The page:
At convention, hackers easily infiltrate U.S. voting machines

U.S. voting machines were breached in just over an hour Friday, as hackers at at a conference in Las Vegas were instructed to hack and to break in to the machines meant to safeguard American voter information.

At the annual DEF CON event, hackers were given physical voting machines and remote access, then were tasked with breaching the software inside. They accomplished their task in under 90 minutes, according to new reporters in attendance at the event, suggesting grave security deficiencies in U.S. election framework.

According to The Register:

In less than 90 minutes, the first cracks in the systems’ defenses started appearing, revealing an embarrassing low level of security. Then one was hacked wirelessly.

An analysis of the machines revealed some were running outdated and exploitable software, while some had physical ports that could be used to install malicious software, or to tamper with votes. In essence, the hackers were not breaking through state-of-the-art voting machines. However, these low grade machines are commonly used in U.S. cities during elections.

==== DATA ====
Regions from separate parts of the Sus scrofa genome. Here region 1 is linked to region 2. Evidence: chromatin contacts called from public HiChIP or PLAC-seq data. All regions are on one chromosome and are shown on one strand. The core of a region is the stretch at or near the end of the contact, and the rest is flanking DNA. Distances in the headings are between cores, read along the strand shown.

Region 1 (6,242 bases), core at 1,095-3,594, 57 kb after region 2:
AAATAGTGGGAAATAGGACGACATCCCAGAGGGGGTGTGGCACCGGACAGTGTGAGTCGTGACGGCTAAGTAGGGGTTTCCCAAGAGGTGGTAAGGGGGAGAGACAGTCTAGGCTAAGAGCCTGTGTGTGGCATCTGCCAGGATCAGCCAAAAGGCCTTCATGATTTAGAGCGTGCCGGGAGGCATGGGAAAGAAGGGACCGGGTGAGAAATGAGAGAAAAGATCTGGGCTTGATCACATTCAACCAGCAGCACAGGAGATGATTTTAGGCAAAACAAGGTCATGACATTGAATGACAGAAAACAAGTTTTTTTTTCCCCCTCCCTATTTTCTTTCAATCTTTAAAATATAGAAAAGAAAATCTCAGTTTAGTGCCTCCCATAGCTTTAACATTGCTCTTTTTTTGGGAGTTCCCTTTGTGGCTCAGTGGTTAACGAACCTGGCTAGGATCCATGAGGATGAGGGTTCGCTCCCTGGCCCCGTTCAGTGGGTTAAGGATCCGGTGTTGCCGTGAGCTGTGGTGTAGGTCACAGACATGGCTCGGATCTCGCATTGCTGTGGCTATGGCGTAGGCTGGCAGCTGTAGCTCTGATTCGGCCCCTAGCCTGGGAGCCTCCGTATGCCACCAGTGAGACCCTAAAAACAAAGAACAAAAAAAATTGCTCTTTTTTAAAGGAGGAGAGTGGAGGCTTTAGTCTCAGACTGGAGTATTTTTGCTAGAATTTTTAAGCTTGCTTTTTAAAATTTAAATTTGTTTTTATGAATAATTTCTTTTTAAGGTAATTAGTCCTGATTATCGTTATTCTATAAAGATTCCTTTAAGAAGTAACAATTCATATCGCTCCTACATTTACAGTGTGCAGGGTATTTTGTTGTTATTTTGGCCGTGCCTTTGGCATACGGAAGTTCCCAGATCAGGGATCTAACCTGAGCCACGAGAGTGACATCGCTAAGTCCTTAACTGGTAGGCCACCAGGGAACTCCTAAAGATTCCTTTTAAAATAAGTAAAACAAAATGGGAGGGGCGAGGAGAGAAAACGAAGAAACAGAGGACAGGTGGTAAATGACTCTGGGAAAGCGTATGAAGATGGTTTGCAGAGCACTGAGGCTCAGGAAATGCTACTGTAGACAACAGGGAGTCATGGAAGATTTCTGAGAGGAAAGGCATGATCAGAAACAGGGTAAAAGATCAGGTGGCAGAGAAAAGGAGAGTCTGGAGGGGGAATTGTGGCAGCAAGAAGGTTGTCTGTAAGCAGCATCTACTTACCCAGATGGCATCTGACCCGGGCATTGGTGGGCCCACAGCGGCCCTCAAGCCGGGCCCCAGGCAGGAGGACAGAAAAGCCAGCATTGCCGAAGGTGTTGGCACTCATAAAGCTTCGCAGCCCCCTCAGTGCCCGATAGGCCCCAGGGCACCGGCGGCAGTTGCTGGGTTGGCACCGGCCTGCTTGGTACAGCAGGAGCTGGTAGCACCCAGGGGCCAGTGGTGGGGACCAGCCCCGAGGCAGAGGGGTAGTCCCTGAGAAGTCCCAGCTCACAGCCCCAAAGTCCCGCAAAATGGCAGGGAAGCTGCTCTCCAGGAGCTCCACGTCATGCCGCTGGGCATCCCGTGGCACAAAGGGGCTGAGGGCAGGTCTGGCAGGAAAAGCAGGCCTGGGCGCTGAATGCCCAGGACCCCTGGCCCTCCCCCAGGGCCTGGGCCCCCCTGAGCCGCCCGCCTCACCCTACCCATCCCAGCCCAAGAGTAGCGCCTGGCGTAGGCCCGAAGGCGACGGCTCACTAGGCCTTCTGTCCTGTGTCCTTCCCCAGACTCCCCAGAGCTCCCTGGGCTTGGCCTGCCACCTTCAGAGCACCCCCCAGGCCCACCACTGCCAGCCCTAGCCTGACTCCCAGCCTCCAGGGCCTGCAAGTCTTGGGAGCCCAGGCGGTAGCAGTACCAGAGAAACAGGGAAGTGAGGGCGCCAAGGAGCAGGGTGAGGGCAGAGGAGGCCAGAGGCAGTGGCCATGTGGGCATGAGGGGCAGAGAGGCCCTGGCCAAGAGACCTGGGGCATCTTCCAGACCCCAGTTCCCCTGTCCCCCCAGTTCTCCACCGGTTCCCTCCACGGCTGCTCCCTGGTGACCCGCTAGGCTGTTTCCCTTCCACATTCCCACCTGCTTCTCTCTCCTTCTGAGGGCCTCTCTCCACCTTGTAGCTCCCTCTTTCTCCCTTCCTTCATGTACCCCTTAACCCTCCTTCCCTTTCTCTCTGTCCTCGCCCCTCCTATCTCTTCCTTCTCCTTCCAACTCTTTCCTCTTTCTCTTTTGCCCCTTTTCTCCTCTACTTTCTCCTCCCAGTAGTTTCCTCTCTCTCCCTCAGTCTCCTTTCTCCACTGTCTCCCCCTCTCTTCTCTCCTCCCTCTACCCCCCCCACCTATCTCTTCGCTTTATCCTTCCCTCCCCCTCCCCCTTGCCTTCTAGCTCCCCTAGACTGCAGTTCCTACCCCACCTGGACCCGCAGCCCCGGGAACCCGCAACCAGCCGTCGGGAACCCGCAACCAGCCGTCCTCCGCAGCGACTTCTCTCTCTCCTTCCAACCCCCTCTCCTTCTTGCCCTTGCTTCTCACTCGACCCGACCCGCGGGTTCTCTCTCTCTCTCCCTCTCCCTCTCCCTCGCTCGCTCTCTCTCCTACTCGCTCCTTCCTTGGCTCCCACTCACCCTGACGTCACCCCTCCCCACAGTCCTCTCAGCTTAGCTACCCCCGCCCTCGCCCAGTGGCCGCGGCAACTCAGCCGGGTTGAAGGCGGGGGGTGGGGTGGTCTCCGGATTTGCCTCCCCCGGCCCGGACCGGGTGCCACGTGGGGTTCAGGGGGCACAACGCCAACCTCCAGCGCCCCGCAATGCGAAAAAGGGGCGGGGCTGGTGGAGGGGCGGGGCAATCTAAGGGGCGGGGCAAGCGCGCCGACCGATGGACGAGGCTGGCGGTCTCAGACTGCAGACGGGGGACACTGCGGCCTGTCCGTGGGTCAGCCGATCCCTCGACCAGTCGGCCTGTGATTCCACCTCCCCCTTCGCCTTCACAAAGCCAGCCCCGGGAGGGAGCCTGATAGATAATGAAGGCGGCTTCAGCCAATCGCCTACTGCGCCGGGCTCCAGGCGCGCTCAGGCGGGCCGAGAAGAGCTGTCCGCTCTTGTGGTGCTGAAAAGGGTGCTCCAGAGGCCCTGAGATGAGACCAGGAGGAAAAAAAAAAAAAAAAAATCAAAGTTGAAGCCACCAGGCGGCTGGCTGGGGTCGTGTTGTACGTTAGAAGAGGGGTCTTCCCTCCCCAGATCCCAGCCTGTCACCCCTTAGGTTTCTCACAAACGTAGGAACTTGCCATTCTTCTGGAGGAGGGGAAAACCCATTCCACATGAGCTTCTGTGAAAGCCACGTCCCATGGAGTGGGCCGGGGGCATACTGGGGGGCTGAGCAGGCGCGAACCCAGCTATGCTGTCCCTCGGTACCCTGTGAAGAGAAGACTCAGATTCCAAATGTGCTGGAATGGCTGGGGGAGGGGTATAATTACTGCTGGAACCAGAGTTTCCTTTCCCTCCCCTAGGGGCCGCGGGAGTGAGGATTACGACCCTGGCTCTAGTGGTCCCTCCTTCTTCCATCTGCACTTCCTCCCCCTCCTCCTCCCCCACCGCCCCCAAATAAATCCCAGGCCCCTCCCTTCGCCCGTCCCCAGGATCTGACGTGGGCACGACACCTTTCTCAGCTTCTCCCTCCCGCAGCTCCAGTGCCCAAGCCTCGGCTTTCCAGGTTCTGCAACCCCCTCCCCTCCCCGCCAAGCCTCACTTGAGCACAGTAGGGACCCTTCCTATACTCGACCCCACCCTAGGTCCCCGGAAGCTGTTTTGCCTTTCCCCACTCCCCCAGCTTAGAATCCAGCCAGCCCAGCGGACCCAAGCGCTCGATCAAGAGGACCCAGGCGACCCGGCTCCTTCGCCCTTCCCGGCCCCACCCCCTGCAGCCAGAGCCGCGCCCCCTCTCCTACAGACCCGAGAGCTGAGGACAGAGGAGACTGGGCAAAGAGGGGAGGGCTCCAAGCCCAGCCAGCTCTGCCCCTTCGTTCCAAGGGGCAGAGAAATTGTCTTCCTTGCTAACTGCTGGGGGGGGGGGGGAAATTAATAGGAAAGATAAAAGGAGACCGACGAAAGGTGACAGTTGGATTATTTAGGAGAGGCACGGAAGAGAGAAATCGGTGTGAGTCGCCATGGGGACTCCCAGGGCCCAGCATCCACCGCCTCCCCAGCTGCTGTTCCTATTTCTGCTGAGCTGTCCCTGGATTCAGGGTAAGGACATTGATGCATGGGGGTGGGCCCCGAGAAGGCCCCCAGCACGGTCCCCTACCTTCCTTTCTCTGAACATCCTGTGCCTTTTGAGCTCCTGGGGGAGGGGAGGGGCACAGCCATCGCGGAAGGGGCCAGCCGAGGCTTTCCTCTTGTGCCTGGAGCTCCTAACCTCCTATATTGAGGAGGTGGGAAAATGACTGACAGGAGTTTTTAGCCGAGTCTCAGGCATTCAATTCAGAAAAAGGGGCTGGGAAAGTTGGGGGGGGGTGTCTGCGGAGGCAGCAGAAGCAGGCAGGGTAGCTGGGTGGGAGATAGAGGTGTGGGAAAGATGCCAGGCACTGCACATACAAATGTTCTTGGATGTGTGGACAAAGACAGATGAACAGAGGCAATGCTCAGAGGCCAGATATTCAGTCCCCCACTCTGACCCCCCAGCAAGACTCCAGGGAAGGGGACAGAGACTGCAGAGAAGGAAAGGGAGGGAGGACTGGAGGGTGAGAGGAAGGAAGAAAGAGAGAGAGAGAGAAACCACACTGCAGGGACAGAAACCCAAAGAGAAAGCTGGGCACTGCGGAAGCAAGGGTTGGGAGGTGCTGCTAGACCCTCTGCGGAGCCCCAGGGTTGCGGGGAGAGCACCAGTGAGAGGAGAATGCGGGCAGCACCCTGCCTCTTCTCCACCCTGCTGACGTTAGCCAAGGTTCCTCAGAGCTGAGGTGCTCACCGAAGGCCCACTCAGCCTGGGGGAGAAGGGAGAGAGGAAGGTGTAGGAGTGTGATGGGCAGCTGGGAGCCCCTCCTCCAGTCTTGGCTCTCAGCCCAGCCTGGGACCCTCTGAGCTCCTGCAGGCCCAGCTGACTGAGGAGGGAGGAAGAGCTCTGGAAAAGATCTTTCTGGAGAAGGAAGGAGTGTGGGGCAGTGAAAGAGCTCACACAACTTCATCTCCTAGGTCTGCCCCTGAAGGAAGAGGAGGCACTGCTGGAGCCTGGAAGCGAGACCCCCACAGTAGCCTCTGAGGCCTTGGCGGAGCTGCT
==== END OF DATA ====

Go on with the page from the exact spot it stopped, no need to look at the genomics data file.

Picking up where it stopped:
Jake Braun, the Chief Executive Officer of Cambridge Global Advisors and Managing Director of Cambridge Global Capital, said the vulnerabilities are a threat to national security, and that countries such as Russia, North Korea and Iran are capable of hacking the systems too.

Russian President Vladamir Putin says his country wasn’t involved in hacking during the 2016 presidential election. He admitted that “patriotic” hackers in Russia may have participated in rogue attacks, however.

“Without question, our voting systems are weak and susceptible,” Braun said. “Thanks to the contributions of the hacker community today, we’ve uncovered even more about exactly how.”

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